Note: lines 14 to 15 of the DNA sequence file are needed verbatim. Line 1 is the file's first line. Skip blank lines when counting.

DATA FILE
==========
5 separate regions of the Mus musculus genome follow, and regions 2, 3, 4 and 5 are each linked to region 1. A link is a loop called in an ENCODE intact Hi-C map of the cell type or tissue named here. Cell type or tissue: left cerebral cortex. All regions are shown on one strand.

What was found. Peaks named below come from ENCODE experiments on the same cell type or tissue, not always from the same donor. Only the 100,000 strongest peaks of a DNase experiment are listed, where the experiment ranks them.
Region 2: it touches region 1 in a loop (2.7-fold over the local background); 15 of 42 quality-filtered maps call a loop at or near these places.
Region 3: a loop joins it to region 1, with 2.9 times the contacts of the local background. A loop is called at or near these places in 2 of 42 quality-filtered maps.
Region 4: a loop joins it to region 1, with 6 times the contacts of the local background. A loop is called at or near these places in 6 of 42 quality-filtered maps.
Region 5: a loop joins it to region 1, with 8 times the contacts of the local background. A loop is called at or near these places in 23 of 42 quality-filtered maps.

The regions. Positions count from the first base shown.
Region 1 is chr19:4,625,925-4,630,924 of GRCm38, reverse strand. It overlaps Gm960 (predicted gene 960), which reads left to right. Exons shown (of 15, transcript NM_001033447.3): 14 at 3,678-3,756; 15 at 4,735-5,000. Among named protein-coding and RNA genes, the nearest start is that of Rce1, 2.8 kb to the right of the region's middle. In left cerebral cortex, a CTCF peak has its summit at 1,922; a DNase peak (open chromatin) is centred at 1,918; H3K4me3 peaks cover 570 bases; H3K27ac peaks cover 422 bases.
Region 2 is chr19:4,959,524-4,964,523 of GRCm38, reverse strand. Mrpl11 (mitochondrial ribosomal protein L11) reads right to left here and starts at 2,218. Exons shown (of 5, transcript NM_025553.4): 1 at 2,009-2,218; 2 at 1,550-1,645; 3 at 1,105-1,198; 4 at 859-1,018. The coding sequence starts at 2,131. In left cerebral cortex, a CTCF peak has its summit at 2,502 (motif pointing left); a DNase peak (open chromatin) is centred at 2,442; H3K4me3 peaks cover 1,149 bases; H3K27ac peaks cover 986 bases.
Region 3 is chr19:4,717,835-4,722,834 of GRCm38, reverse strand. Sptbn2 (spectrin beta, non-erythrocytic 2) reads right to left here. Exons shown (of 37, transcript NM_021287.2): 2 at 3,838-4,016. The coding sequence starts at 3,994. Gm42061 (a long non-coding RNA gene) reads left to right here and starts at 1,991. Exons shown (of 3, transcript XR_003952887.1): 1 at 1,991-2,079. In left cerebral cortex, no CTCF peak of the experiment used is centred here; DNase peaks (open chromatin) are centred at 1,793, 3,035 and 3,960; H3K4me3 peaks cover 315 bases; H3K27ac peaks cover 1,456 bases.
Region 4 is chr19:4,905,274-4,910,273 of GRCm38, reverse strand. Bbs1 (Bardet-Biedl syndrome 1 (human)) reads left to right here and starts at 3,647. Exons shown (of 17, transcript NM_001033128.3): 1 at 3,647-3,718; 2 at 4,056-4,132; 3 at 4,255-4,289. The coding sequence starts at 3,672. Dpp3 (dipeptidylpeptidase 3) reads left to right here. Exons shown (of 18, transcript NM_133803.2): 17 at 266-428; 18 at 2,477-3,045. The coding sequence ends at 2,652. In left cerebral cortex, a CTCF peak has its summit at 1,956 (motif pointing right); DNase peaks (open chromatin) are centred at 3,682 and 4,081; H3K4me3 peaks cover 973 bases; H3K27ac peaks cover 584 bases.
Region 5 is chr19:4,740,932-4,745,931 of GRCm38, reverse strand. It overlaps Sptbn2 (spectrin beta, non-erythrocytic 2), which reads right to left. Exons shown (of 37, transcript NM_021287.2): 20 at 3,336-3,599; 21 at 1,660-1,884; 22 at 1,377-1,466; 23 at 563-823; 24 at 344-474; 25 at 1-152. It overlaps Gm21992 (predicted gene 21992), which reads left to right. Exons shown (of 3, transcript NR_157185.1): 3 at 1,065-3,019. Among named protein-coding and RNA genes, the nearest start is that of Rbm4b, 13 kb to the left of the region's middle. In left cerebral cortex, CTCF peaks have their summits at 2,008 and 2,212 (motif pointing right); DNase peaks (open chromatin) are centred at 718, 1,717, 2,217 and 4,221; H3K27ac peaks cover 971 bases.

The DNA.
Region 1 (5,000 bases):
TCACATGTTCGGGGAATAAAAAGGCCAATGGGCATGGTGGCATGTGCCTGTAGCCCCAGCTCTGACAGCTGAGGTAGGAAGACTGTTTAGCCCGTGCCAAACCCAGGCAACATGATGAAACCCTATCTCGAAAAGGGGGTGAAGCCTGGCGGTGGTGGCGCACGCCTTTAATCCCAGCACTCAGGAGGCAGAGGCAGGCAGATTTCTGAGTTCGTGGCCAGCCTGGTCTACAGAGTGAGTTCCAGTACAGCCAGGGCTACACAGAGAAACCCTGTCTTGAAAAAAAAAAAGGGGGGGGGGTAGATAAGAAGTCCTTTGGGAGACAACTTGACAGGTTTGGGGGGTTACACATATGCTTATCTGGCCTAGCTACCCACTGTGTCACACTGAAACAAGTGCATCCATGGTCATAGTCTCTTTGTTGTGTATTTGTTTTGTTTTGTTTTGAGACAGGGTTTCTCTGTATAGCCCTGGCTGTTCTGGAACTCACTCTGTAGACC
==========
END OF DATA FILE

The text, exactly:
Region 1 (5,000 bases):
TCACATGTTCGGGGAATAAAAAGGCCAATGGGCATGGTGGCATGTGCCTGTAGCCCCAGCTCTGACAGCTGAGGTAGGAAGACTGTTTAGCCCGTGCCAAACCCAGGCAACATGATGAAACCCTATCTCGAAAAGGGGGTGAAGCCTGGCGGTGGTGGCGCACGCCTTTAATCCCAGCACTCAGGAGGCAGAGGCAGGCAGATTTCTGAGTTCGTGGCCAGCCTGGTCTACAGAGTGAGTTCCAGTACAGCCAGGGCTACACAGAGAAACCCTGTCTTGAAAAAAAAAAAGGGGGGGGGGTAGATAAGAAGTCCTTTGGGAGACAACTTGACAGGTTTGGGGGGTTACACATATGCTTATCTGGCCTAGCTACCCACTGTGTCACACTGAAACAAGTGCATCCATGGTCATAGTCTCTTTGTTGTGTATTTGTTTTGTTTTGTTTTGAGACAGGGTTTCTCTGTATAGCCCTGGCTGTTCTGGAACTCACTCTGTAGACC